On sick days and in health

How to make it work when you work with your spouse

Haley and Simone Jude

O n their first anniversary as a couple in 2011, Haley and Simone Jude were hiking in grassy hills above a Northern California hot spring, discussing their future, when they had a vision — they should go into business together.

They were in love and had similar passions. As a child of documentary filmmakers, Haley grew up surrounded by filmmaking and had a background in oral history. Simone was a videographer, who had been working on a feature film on the side. It almost seemed logical that they’d start a film company together.

How hard could it be?

As it turns out, when you’re living and working with your significant other and you both describe yourselves as “stubborn, strong-willed, passionate people,” there’s a lot to figure out.

The following year, they quit their jobs and founded Moving Portraits, which specializes in documentaries and web video for companies and nonprofits.

As it turns out, when you’re living and working with your significant other and you both describe yourselves as “stubborn, strong-willed, passionate people,” there’s a lot to figure out.

“Like how not to kill each other,” says Haley.

Yet four years later, the Judes’ business and relationship is thriving. They are married, and last year became parents to a baby girl. This is the story of how they’ve made it work.

Judes filming
The Judes run a boutique film company called Moving Portraits.

 

Divide and conquer

Haley and Simone made their first mistake almost immediately when they set up their desks next to each other in their living room.

Being in such close proximity turned out to be an invitation to distraction. “It was horrible,” recalls Simone. The couple put a stop to this by moving Simone’s desk into the spare bedroom and by using an “Open/Closed” sign to remind each other not bother the other when the sign said “Closed” unless it was an emergency.

Another early problem was what they call “twinning,” or working on the same thing at the same time.

“It’s the kiss of death for a small business,” says Simone.

They wasted a lot of time this way in the early days, arguing over silly things like whether an edit should be moved up a few frames earlier.

They found the solution in a partnership workshop where they learned about the importance of “spheres of influence.” Now they can offer each other their opinions, but one person has the final decision over whatever is in their “sphere.” For Haley, it’s client management, marketing, sales, production and content. Simone gets the final say in editing, post-production, directing and everything that is visual storytelling.

The couple employs the same system at home where Haley orders the groceries, does the meal planning, trip and activity scheduling, cooking, and laundry, and Simone does all the cleaning.

 

Haley and daughter
Haley Jude and her daughter Juniper, in the Moving Portraits office in San Francisco, California.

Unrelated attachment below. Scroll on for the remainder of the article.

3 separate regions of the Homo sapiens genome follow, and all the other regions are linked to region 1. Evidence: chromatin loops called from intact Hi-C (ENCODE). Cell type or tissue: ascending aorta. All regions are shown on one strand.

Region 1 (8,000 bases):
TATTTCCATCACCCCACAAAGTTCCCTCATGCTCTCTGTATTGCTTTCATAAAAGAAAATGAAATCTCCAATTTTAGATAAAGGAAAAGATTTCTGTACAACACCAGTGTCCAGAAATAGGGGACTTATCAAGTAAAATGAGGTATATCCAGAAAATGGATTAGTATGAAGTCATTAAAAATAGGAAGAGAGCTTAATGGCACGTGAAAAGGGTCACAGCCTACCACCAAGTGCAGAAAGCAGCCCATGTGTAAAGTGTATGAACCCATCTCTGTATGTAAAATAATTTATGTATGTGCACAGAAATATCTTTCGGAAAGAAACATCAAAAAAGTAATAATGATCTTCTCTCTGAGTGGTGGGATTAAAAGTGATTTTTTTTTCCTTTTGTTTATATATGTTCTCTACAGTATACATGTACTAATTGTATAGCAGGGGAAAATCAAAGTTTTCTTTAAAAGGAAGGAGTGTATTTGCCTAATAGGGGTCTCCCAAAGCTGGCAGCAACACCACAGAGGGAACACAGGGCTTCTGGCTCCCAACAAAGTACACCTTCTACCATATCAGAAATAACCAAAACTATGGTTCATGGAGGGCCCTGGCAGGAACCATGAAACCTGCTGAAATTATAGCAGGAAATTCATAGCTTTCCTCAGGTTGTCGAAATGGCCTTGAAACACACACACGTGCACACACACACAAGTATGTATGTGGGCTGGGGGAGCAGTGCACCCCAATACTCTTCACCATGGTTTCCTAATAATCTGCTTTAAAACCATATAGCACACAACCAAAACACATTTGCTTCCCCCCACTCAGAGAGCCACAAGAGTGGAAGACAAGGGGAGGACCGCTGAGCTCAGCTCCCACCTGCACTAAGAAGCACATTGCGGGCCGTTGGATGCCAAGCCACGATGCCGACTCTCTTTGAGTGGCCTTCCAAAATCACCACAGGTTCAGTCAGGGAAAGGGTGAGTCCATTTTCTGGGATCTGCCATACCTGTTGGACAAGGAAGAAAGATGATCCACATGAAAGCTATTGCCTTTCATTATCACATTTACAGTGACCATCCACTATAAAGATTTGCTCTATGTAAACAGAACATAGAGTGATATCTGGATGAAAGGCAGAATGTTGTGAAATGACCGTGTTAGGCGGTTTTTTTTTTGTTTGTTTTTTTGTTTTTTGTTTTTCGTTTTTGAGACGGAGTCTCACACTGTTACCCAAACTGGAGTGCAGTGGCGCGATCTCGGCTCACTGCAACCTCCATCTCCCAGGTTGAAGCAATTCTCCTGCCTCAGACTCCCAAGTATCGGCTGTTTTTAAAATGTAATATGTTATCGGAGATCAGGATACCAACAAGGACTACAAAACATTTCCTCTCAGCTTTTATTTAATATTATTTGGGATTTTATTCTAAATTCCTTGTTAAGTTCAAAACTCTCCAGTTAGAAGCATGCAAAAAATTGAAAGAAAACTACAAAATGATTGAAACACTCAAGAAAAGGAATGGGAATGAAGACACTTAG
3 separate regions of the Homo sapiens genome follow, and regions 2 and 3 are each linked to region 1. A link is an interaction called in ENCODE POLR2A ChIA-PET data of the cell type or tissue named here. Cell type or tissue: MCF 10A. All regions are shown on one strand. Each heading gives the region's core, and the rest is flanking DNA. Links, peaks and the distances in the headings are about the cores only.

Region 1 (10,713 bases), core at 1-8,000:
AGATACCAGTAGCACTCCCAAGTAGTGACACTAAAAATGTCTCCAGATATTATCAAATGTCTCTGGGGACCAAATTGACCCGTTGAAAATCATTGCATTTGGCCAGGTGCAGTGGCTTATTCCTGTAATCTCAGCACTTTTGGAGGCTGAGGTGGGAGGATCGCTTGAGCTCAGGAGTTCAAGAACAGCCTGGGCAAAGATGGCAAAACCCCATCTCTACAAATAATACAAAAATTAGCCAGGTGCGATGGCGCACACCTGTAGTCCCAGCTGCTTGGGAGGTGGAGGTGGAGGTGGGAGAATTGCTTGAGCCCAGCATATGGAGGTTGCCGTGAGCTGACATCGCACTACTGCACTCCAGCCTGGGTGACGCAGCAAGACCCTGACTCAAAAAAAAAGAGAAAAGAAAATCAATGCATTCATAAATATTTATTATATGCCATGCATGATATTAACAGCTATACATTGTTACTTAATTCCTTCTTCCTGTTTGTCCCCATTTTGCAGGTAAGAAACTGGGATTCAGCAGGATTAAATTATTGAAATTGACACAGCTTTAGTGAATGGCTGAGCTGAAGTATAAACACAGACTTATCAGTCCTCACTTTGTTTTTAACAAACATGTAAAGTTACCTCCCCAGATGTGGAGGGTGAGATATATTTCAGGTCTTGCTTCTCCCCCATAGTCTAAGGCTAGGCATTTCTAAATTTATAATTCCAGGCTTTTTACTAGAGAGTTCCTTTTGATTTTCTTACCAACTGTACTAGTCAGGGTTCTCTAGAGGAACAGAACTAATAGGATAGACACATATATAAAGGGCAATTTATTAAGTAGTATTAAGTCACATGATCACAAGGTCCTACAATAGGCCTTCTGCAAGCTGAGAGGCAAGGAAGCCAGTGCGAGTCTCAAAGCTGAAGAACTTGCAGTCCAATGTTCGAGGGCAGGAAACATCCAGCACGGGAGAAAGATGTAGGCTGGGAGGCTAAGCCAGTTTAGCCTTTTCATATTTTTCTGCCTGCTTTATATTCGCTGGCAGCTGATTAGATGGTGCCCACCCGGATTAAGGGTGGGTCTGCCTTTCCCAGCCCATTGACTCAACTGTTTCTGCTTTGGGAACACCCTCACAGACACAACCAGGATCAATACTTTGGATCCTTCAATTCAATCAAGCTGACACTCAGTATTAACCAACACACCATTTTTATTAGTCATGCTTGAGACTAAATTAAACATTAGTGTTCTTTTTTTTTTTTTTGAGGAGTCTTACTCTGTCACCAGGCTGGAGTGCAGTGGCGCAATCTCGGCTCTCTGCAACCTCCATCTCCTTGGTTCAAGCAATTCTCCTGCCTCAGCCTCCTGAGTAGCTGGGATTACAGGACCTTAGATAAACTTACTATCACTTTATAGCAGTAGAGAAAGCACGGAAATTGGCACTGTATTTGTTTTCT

And baby makes three

As the Judes celebrated professional milestones over the years, like landing large projects, they have also celebrated personal ones. The got married in 2013, and their daughter Juniper was born last August.

Juniper’s arrival brought a whole new level of joy and logistics to their relationship.

“We had no idea what it would be like to run a business and have a kid,” says Haley.

These days they take turns working and taking care of the baby. Haley does the early shift, working at the office they rent from 7am to around noon, while Simone hangs out with Juniper. Then they switch and Simone works until about 5 pm, while Haley watches the baby.

Gratitude and priorities

When it comes to advice for others who work with their spouses, the Judes have a few suggestions.

The first is to start a daily gratitude practice during which you take turns sharing three things you’re grateful the other person did that day.

“From the very beginning, we were always 100% certain that we wanted our relationship to work and if the business was making our relationship worse, then obviously that would have to go,” says Haley.

“Usually when you say three things you start thinking of a bunch of other things and it changes the whole dynamic,” says Simone.

They also recommend a good partnership coach to guide you through the inevitable bumpy patches. And above all, before you decide to go into business with your romantic partner, they say it’s crucial to be really clear about which relationship is more important — the business one or the personal one.

“From the very beginning, we were always 100% certain that we wanted our relationship to work and if the business was making our relationship worse, then obviously that would have to go,” says Haley.

Now, they can’t imagine running their business alone.

 

Emily Brady just ordered an “Open/Closed” sign for her home office.

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